OUTREACH AT SAINT MARY’S . . . Donations to aid in the post-Hurricane Sandy relief effort within the Diocese of New York continue to be handled by Episcopal Charities of the Diocese of New York . . . For information about how to volunteer for post-hurricane relief efforts in Brooklyn and Staten Island, please visit the website of the Hurricane Sandy Relief Kitchen . . . We continue to gather warm clothing—socks, coats of all sizes, sweaters, and sweatshirts—and blankets for distribution to the homeless in our neighborhood. Some of those items, as well as non-perishable food items, will be sent to the Saint Clement’s Food Pantry. Please contact Sister Deborah Francis for more information about the Pantry’s work . . . The Book Sale continues on Sunday. All proceeds benefit those in need. Thank you to all those who have donated books for the sale. Your generosity is most appreciated.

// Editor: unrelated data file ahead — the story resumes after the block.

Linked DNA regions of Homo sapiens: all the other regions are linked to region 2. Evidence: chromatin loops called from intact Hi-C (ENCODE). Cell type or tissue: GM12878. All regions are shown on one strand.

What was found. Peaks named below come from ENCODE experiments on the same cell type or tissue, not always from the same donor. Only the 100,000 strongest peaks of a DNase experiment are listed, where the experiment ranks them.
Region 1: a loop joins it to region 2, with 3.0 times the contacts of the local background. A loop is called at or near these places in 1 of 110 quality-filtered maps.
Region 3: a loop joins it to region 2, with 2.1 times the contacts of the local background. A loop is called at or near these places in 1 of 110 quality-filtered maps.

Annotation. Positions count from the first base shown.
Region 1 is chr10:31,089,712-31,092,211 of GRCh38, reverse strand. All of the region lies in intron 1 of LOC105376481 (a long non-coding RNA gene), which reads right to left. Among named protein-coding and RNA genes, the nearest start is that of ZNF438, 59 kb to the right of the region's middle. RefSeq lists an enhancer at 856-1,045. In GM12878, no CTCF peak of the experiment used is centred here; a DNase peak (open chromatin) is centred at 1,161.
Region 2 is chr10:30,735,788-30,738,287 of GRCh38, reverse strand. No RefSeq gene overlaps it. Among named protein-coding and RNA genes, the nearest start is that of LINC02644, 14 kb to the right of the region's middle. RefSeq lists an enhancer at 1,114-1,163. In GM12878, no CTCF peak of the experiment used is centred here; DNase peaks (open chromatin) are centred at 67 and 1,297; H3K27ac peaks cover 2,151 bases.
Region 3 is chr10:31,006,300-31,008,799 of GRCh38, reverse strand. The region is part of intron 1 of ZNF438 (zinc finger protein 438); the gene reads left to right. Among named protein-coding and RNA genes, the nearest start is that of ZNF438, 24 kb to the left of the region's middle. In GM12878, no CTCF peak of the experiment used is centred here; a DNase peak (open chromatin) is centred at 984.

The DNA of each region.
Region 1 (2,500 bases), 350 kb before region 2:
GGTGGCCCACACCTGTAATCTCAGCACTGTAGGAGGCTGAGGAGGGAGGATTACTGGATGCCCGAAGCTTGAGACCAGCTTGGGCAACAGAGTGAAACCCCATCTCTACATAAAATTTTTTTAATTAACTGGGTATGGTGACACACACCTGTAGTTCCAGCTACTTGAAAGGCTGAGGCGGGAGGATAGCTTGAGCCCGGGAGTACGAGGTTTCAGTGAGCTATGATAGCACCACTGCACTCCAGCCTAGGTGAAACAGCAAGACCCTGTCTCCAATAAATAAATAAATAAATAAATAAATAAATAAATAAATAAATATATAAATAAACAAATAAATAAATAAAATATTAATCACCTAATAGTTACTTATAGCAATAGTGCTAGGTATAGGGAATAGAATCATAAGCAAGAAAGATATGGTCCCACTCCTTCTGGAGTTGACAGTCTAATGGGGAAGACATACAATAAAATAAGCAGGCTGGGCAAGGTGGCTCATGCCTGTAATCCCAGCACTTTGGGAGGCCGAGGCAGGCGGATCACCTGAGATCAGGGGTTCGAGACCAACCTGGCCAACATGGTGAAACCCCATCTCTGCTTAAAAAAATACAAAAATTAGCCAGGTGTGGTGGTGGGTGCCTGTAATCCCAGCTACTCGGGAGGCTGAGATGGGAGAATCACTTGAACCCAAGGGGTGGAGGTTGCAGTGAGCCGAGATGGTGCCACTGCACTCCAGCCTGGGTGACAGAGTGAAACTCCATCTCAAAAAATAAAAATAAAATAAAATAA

MARK YOUR CALENDAR . . . February 13, Ash Wednesday . . . Stations of the Cross, Fridays in Lent at 6:30 PM . . . Monday, February 18, Washington’s Birthday (commonly known as “Presidents’ Day”), Federal Holiday schedule . . . Sunday March 10, Daylight Saving Time begins.